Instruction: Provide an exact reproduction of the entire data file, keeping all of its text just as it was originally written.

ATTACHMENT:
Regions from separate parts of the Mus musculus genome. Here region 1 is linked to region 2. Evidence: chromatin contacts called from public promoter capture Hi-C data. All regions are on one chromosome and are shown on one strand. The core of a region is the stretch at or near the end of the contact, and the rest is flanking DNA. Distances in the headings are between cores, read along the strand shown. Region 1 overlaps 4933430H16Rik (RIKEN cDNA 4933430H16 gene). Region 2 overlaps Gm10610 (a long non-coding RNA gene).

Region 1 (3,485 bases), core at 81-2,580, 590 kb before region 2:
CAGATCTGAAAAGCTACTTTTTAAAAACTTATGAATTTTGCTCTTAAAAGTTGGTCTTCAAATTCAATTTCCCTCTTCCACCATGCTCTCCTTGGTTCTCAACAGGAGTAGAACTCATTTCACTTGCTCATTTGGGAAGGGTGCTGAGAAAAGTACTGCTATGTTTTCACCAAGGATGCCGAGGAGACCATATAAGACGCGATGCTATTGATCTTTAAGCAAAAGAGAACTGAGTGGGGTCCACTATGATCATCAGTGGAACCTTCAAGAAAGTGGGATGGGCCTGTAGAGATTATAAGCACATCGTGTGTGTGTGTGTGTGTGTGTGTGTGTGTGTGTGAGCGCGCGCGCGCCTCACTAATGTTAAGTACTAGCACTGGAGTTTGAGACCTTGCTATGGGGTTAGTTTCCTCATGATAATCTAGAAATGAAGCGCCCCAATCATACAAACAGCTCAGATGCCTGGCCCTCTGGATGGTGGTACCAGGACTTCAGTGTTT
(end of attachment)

Regions from separate parts of the Mus musculus genome. Here region 1 is linked to region 2. Evidence: chromatin contacts called from public promoter capture Hi-C data. All regions are on one chromosome and are shown on one strand. The core of a region is the stretch at or near the end of the contact, and the rest is flanking DNA. Distances in the headings are between cores, read along the strand shown. Region 1 overlaps 4933430H16Rik (RIKEN cDNA 4933430H16 gene). Region 2 overlaps Gm10610 (a long non-coding RNA gene).

Region 1 (3,485 bases), core at 81-2,580, 590 kb before region 2:
CAGATCTGAAAAGCTACTTTTTAAAAACTTATGAATTTTGCTCTTAAAAGTTGGTCTTCAAATTCAATTTCCCTCTTCCACCATGCTCTCCTTGGTTCTCAACAGGAGTAGAACTCATTTCACTTGCTCATTTGGGAAGGGTGCTGAGAAAAGTACTGCTATGTTTTCACCAAGGATGCCGAGGAGACCATATAAGACGCGATGCTATTGATCTTTAAGCAAAAGAGAACTGAGTGGGGTCCACTATGATCATCAGTGGAACCTTCAAGAAAGTGGGATGGGCCTGTAGAGATTATAAGCACATCGTGTGTGTGTGTGTGTGTGTGTGTGTGTGTGTGTGAGCGCGCGCGCGCCTCACTAATGTTAAGTACTAGCACTGGAGTTTGAGACCTTGCTATGGGGTTAGTTTCCTCATGATAATCTAGAAATGAAGCGCCCCAATCATACAAACAGCTCAGATGCCTGGCCCTCTGGATGGTGGTACCAGGACTTCAGTGTTT